REVIEW: Porto [2017]

“You never know if what you’ve lost is better than what you’ve gained” An American ex-pat reminisces about lost love, his walk through the Portuguese town of Porto leading to the café window of an old late-night conversation conducted with absolute honesty, vulnerability, and empathy. His hair is grayed, the time between widescreen past and […]

REVIEW: The Room [2003]

“Did you know chocolate is the symbol of love?” I didn’t think it could be this bad. How’s it possible? How could the hype not prove hyperbolic? How could there not be one redeeming aspect in the entirety of Tommy Wiseau‘s vision? But then you watch and discover it’s true. The Room is quite possibly […]

REVIEW: Three Billboards Outside Ebbing, Missouri [2017]

“It’s hard to know what to do” It’s no coincidence that the dumbest character in Martin McDonagh‘s Three Billboards Outside Ebbing, Missouri says the most revealing line of dialogue throughout the entire film: “Anger begets more anger.” I guess it’s because Penelope (Samara Weaving) isn’t dumb as much as she’s naïvely innocent and young. She’s […]

REVIEW: Destined [2017]

“Either way you started a war” A young boy residing in the Brewster projects of Detroit follows his friend to a stash house unaware that the consequences of this moment will shape the rest of his life. He’s coerced into dealing as a means for survival—the only way to convince his friend’s bosses that he […]

REVIEW: Die göttliche Ordnung [The Divine Order] [2017]

“But here at home time stood still” The opening transition from credits to film of Petra Biondina Volpe‘s Tribeca Film Festival Audience Award-winning Die göttliche Ordnung [The Divine Order] is absolute perfection. With Jo Jo Benson and Peggy Scott-Adams’ “Soulshake” playing atop images from America spanning women’s liberation, civil rights, Woodstock, and more, we begin […]

REVIEW: Goodbye Christopher Robin [2017]

“I’ve had enough of making people laugh. I want to make them see.” It begins with a letter—the kind that rips heart from chest. World War II is in full swing and the Milnes (Domhnall Gleeson‘s Alan and Margot Robbie‘s Daphne) are biding their time awaiting word from their son Christopher (Alex Lawther). They know […]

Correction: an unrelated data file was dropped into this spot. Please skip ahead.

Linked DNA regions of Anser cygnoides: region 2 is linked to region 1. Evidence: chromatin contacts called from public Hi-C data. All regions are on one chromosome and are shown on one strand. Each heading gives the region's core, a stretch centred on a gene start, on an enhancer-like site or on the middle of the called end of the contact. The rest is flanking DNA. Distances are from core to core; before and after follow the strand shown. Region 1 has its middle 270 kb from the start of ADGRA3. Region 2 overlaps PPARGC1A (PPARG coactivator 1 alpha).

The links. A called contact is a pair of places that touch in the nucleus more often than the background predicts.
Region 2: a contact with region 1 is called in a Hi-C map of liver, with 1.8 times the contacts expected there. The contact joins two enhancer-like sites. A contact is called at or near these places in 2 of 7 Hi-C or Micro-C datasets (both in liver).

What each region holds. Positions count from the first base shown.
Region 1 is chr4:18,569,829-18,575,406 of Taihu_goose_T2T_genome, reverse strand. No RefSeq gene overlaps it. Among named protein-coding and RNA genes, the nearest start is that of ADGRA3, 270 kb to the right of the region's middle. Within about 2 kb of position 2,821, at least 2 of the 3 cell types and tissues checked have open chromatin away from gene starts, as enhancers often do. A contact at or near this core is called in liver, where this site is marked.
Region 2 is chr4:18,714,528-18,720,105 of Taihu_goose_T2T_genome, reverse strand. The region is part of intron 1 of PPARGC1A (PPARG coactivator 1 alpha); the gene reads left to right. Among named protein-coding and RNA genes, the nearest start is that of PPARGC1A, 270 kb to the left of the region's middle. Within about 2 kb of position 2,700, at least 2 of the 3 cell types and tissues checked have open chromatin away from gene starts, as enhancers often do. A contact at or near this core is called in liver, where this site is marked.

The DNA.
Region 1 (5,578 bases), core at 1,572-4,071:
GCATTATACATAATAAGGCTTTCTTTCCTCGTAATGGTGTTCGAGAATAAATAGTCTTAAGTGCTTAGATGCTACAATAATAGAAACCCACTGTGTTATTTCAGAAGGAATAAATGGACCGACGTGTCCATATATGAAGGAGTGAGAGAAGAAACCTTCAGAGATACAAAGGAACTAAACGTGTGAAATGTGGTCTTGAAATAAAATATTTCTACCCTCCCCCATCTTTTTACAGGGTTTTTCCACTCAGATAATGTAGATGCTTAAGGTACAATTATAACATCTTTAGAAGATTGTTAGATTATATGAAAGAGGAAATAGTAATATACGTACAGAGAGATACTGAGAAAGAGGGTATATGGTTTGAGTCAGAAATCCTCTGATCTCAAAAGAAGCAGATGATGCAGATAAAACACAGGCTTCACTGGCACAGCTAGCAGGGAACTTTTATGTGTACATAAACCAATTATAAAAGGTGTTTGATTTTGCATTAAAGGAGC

REVIEW: Princess Cyd [2017]

“You get to see where your mom came from” Tragedies are never isolated incidents with a single victim, perpetrator, and survivor left to remember (or forget) what happened. Oftentimes those roles expand to encompass multiple parties or even overlap in ways that let blame, hate, and forgiveness coexist. This scenario is only rendered truer when […]

REVIEW: Murder on the Orient Express [1974]

“With the help of a hat box” If the way in which Hercule Poirot (Albert Finney) manipulates his suspects into perfectly incriminating themselves upon inquisition—often unbeknownst to us until the final reveal—infers that he has a photographic memory, we the audience need a bit more exposition as it concerns yet unseen connections than perhaps the […]

REVIEW: Das merkwürdige Kätzchen [The Strange Little Cat] [2014]

“And onions are my cats” We’ve all felt paralyzed at one time or another, fearing existence and responsibility as opposed to external forces and death. Life becomes our burden, the rote machinations to remain an upstanding member of society and the myriad social imperatives endured to be seen as a person worth ignoring—someone who neither […]

REVIEW: My Friend Dahmer [2017]

“Smiles up” When someone kills seventeen people over a thirteen-year span with words like necrophilia and cannibalism circling each murder, sympathy for the predator—not his prey—is neither the first nor hundred and first emotion that should come to anyone’s mind. I’m not certain there could be room for anything but disgust whether you’re a stranger, […]

REVIEW: Suck It Up [2017]

“… And she fell down” Grief is a strange, personal, and often entirely unexpected reponse to tragedy. It will differ depending on who you are, the point in life you’re at, the cause, and myriad details spanning scenario, age, love, hate, or surprise. To cope with a grandparent’s death for example is something we all […]